Sunday, November 18, 2007

A Soggy Breakthrough!

No, it's not about diapers...
The Boy started a new round of swimming lessons 3 weeks ago, and we decided on a Sunday morning lesson so Daddy could take him. (Note: see posts from about past horrendous swim lesson and gymnastics classes experiences with substitute teachers) He loved the first three lessons, did great, and luckily the same teacher was there each time.

But today--A SUBSTITUTE!!! And luckily Daddy was there with him, to avoid any Mama Drama. He was a little nervous, but he agreed to participate and had a great lesson.

The funny part is that he loved the substitute teacher. Daddy thought the teacher was a little silly and not that great with the kids, doing things like starting off by splashing water on the kids, and then having them splash each other. If The Boy had been upset, I might even have called the pool supervisor to talk about that teacher's approach.
But guess what part The Boy loved? Of course...THE SPLASHING! He said he liked the sub better than his regular teacher.

Who knew swim lessons could provide us a lesson in expecting the unexpected? When the thing we were dreading--a substitute--arrived, and ended up NOT being the kind of teacher we wanted The Boy to have, of course he loved it.

But who's complaining? We know he's comfortable in the water--he just needs to get through the beginner lessons before he's a huge 10-year old in the preschool lessons.
As long as he was happy and participating in the lesson, I'll keep my mouth shut and the phone on the charger.

Saturday, November 17, 2007

What is it with them?

I've been leaving the house to work on Saturday mornings for weeks now, trying to sneak out by 8:30 and coming back around 2:30, during Bitty Girl's nap. It makes for a tiring morning for Daddy, but it keeps me slightly saner during the week, not having to work 2-3 hrs every night.

And I feel guilty for leaving and guilty when I'm gone, but it's actually kind of nice sometimes. I can sit like a real grown-up at a coffee shop or the library, and actually get some work done when I'm semi-awake.

The hard part comes when I get home. Why does The Boy, who is used to going to preschool 3 days a week, act so weird when I get back? He's usually fine if Bitty Girl is still sleeping and he gets my full attention. But once she wakes up, he's too physical and too rough and they need constant monitoring. And of course, it's usually when we're trying to clean up or get ready for dinner.

I know he misses me when I'm gone, and maybe it's because it's the weekend and he thinks I should be home, but it's so hard! I get so irritated at him, because she needs my attention too.

Sigh.. I wished for this mama's boy and I definitely got my wish.

Friday, November 16, 2007

The Best Policy

The Boy has a fabulous memory for songs. He often comes home from school and sings us a song he learned, and usually knows every word. Tonight he taught us a cute song about windy days that goes something like this:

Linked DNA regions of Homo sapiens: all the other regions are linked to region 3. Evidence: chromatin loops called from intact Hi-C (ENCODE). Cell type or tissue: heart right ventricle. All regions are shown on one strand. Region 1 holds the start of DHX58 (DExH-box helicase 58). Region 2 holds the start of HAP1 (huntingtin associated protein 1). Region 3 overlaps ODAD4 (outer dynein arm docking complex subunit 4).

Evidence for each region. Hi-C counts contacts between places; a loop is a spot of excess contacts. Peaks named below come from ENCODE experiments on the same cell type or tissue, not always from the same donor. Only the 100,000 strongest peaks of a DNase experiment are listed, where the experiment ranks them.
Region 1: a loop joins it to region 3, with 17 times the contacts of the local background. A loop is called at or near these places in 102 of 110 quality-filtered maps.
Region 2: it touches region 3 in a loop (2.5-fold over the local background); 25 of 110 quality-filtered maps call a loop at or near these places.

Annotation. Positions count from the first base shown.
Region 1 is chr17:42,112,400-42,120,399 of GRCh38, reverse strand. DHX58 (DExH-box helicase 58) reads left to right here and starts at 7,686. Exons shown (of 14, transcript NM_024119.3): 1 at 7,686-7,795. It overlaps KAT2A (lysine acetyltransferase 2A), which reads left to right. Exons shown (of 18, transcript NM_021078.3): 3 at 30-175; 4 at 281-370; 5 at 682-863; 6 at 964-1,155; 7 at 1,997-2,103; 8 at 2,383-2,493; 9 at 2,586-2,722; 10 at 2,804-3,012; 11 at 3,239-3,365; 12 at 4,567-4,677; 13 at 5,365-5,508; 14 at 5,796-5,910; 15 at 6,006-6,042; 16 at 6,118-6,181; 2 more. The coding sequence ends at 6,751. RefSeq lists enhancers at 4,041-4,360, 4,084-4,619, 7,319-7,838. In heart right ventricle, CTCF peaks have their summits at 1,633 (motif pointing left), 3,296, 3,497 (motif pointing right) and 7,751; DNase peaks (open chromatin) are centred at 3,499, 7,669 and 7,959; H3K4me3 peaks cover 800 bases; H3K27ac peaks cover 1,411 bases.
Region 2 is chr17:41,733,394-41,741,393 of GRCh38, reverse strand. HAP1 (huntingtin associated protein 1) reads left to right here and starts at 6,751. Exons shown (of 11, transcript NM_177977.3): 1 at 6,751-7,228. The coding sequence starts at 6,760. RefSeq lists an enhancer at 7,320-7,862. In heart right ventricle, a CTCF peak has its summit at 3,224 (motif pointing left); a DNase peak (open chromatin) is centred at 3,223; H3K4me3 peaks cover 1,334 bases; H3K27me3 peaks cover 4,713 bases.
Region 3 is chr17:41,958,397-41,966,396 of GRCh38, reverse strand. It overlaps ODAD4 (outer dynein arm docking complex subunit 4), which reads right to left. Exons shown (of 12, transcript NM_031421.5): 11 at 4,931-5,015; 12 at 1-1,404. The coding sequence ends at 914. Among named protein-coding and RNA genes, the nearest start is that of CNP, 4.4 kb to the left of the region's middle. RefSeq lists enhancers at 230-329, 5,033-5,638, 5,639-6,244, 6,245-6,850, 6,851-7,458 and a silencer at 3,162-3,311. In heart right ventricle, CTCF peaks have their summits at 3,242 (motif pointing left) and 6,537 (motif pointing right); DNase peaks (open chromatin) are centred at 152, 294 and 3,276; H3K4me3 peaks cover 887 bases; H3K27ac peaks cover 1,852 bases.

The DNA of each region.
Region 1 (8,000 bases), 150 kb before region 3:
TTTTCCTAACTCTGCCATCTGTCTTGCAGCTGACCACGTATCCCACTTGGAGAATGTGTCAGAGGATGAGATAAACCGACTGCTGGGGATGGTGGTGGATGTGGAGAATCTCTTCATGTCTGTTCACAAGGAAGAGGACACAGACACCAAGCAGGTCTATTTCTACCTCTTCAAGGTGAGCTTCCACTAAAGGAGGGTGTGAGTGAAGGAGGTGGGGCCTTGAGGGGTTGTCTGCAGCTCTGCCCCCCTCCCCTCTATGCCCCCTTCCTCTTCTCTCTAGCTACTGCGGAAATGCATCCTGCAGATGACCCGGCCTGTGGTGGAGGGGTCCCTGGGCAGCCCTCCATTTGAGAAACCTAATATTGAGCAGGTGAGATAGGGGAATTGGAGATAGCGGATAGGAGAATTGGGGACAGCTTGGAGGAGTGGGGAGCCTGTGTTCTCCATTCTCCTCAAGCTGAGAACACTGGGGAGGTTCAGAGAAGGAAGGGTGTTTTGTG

"It was so windy today, so windy that my (fill in the blank - he said 'glasses') blew away.
They are nowhere to be found, listen to my windy sound" And then you make a windy, shushhing blowing sound.

So we all had fun blowing and making windy sounds. Later, I complimented him on remembering the whole song. I said, "You must have really been listening well to remember the whole song."

And he replies, "I was listening.
I was quiet because I was in time-out."

So much for my vision of him sitting quietly in the circle following directions and absorbing every word the teacher said.

Pat and I both tried not to laugh at his honesty, and asked why he was in time-out. He said he wasn't listening. So we switched gears and congratulated him on making a good choice to sit quietly and listen after he had been put in time-out for talking. I also thanked him for being honest and telling me about being in time-out.

Thursday, November 15, 2007

Drawing a blank

It's only half-way through November, and I'm already drawing a blank. Blogging every day is difficult because I didn't plan ahead with a theme. Also, instead of being able to go back and rework a previous entry, I have to turn around and write another one the next day. Plus I'm exhausted and it's always late evening.

The obsession with dental hygiene is contagious around here--now they brush their teeth together!

I'm feeling guilty for the lack of journaling about the Bitty Girl I've done. For The Boy, I wrote a journal entry at least every month, and have tons of other little funnies written down on various scraps of paper. I'm worried I'm going to forget the things I'm not writing down. At least I capture a few in blog entries.
So to close tonight's entry, here are things I want to remember about Bitty Girl:
  1. The strange game she plays with Daddy where they put bacon (plastic from the play kitchen) in between her toes. It's one of her few words--"bay bay"
  2. The way she sits at her table and has a tea party with her dollies that she's struggled to stuff into the rungs of the chair or flop up onto the table.
  3. The way she swoops a toy around (usually one of her brother's action figures) and makes the growling/flying/swooshing noise.
  4. Although I have deemed it "just not right," the fact that at nearly 18 months old, she already knows (and loves) Darth Vader, Spiderman, Dora, and the scary Halloween masks and decorations at Target.